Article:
We're ready for National Puppy Day on March 23rd! Since its founding in 2006, this day brings together dog lovers to celebrate the undeniable cuteness of puppies worldwide. If you've recently adopted a new puppy, or this day inspires you to bring home a new pup of your own, we’ve put together a list of the five best things to teach them.
One of the best things you can teach a new puppy is to be comfortable in any situation they find themselves in. Formally known as “socialization”, this is best done in the few first weeks after you bring your new pup home. The window for socialization is quite small – from about three to fourteen weeks of age – so you’ll want to spend your first weeks together experiencing many new things.
This is likely the first thing you think to teach your pup after you bring them home, and for good reason! To minimize the amount of cleaning up you do, you’ll want to teach your pup early on that bathroom business is done outside. This process can be daunting to new pet parents but fortunately, it’s not as complicated as it may seem. Simply put, house training your pup requires micromanaging their schedule. To start, choose a spot outside where you want your puppy to do their business and then bring them out to it every hour, eventually starting to lengthen the time between bathroom trips. Of course, be sure to give them lots of praise and their favorite Freshpet treat when they do go to the bathroom outside.
Whether you plan on traveling with your puppy or not, you’ll want them to be comfortable being in cars. Your pup’s first time in the car was likely a rather stressful situation, but the good news is that dogs of any age can learn that car rides aren’t so scary after all. Before you hit the road, spend some time in the car while it’s stationary – play with their favorite toys, work on some tricks, even feed them their favorite Freshpet recipes. Once they seem comfortable in a car that’s turned off, do the same activities with the car turned on. If that goes well, start by taking some short drives to keep them entertained. Before long, your pup will look forward to the time they spend with you in the car!
It’s important that we teach our puppies to be comfortable in any situation they face, including being left alone. Dogs are social animals, happiest when they are surrounded by the “pack”, but it’s unlikely that many of us have lives that allow us to be with our dogs 24/7. To help your puppy avoid developing separation anxiety, start by introducing them to the concept of “alone” gradually. A great way to start is by having an area, such as a play pen, with their favorite toys where they can play in while you go about your business in the house. Check on them every few minutes and slowly start to lengthen the time between your visits. Your puppy should learn that you leaving is part of a normal day and that you will always return at some point. The biggest thing to remember is to treat you leaving like a normal event – don’t make a big display or give your pet excessive attention. The more normal you make alone time, the more comfortable your pup will be with it.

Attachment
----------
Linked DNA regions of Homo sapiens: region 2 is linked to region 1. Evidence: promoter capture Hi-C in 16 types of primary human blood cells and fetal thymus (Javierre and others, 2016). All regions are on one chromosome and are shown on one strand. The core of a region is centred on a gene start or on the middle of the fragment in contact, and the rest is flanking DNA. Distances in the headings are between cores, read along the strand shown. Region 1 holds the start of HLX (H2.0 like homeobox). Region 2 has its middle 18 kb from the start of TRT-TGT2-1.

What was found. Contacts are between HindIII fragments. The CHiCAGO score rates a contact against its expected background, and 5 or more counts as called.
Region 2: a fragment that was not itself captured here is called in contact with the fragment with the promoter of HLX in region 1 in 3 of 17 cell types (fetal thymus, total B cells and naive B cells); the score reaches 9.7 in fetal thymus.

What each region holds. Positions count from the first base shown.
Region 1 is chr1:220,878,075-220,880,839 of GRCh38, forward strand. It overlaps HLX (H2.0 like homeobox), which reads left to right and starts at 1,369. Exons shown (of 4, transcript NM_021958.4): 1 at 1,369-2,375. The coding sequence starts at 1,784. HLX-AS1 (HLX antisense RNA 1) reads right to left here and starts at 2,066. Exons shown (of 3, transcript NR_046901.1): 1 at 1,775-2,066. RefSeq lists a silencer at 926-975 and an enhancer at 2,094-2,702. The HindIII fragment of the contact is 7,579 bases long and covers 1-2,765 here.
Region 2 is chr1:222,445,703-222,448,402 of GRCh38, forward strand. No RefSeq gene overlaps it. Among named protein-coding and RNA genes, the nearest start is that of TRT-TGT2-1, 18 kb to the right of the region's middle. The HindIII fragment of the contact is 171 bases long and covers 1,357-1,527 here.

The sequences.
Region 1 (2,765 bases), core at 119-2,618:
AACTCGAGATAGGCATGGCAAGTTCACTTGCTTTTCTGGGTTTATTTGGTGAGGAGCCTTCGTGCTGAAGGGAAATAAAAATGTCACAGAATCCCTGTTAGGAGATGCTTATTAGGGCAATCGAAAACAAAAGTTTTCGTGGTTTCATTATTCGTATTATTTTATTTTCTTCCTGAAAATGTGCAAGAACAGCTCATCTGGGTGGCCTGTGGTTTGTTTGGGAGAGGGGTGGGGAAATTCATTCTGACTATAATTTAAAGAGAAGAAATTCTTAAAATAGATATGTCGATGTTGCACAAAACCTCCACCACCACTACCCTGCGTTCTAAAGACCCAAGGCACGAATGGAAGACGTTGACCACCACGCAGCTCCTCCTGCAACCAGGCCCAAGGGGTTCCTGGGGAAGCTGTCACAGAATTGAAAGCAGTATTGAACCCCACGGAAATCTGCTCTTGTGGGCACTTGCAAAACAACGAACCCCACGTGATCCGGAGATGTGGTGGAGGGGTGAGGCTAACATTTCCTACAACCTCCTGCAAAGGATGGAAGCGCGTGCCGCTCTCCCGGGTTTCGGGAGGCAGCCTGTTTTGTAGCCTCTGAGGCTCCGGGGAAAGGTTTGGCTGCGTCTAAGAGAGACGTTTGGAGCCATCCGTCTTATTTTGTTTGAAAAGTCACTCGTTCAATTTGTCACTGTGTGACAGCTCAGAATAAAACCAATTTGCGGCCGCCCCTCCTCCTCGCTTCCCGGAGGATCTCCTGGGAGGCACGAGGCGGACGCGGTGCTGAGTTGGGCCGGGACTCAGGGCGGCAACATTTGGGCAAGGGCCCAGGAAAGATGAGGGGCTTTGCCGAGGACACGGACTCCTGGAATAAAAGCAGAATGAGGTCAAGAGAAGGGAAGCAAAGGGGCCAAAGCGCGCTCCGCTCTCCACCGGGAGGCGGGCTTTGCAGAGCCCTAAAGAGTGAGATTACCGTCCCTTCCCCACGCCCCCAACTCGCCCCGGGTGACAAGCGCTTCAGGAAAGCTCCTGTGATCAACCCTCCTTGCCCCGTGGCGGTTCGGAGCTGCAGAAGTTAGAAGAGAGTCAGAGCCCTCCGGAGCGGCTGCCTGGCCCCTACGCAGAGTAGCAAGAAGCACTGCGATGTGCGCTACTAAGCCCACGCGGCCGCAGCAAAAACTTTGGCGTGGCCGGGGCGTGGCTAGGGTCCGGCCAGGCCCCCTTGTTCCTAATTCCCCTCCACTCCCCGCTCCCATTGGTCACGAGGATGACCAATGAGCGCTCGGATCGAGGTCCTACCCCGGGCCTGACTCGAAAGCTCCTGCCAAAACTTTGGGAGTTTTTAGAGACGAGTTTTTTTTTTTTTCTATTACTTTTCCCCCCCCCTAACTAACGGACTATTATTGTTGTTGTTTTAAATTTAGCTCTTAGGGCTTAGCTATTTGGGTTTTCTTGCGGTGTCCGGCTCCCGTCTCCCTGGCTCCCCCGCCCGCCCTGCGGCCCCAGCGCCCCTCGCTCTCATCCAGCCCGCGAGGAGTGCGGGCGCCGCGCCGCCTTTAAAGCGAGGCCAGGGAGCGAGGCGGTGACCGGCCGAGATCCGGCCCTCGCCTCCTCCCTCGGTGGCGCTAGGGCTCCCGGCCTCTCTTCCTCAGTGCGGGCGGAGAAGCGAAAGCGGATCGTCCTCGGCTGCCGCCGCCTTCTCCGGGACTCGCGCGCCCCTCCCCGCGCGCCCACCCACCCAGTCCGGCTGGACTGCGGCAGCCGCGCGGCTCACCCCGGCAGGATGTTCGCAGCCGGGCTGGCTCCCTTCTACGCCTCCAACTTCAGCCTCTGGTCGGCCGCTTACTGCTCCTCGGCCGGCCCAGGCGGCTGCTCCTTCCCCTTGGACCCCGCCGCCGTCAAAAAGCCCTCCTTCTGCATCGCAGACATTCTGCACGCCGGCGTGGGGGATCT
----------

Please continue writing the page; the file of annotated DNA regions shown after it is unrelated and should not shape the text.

Puppyhood is the ideal time to teach dogs their food-related manners. If dogs are used to being undisturbed while eating, there’s a risk that they will react aggressively if disturbed. Knowing this, new owners should “join” their pups for their meals from the first day they bring them home. By join, we don’t mean having your pup eat the table with you but instead have your presence be part of their mealtime routine. Two easy ways to do this are by using the “disappearing bowl” and the “magic hand” methods. With the disappearing bowl, you offer your pup their food bowl then briefly take it away and give them a small treat. You then return the bowl and repeat the process. Soon they’ll start to associate you removing the bowl with something good – a treat– so they won’t be upset when you interact with the meal. The magic hand method is very similar, but instead of removing the bowl you simply put your hand in the bowl and give them a treat, repeating the entire time they eat. Again, they will develop a positive association with you interacting with their bowl.
Whether you bring home a puppy on March 23rd or any other day of the year, these are five of the best things you’ll want to teach your new pup.